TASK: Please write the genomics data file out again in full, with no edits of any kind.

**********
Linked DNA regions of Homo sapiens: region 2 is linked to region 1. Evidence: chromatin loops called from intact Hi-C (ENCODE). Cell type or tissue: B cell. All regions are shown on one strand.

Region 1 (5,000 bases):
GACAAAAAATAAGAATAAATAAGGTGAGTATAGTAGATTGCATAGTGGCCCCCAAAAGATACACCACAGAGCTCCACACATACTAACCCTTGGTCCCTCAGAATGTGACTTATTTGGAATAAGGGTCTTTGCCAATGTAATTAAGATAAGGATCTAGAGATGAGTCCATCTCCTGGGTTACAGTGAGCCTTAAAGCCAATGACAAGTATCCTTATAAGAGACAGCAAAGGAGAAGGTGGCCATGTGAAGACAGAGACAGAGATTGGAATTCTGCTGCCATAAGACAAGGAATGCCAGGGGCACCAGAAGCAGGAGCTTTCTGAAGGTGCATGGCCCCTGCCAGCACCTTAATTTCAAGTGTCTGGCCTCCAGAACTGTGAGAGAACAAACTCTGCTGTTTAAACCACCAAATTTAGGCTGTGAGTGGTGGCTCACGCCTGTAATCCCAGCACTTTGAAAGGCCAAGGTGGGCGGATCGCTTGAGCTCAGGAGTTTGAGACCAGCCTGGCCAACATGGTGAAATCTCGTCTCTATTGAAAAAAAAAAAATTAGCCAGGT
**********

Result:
Linked DNA regions of Homo sapiens: region 2 is linked to region 1. Evidence: chromatin loops called from intact Hi-C (ENCODE). Cell type or tissue: B cell. All regions are shown on one strand.

Region 1 (5,000 bases):
GACAAAAAATAAGAATAAATAAGGTGAGTATAGTAGATTGCATAGTGGCCCCCAAAAGATACACCACAGAGCTCCACACATACTAACCCTTGGTCCCTCAGAATGTGACTTATTTGGAATAAGGGTCTTTGCCAATGTAATTAAGATAAGGATCTAGAGATGAGTCCATCTCCTGGGTTACAGTGAGCCTTAAAGCCAATGACAAGTATCCTTATAAGAGACAGCAAAGGAGAAGGTGGCCATGTGAAGACAGAGACAGAGATTGGAATTCTGCTGCCATAAGACAAGGAATGCCAGGGGCACCAGAAGCAGGAGCTTTCTGAAGGTGCATGGCCCCTGCCAGCACCTTAATTTCAAGTGTCTGGCCTCCAGAACTGTGAGAGAACAAACTCTGCTGTTTAAACCACCAAATTTAGGCTGTGAGTGGTGGCTCACGCCTGTAATCCCAGCACTTTGAAAGGCCAAGGTGGGCGGATCGCTTGAGCTCAGGAGTTTGAGACCAGCCTGGCCAACATGGTGAAATCTCGTCTCTATTGAAAAAAAAAAAATTAGCCAGGT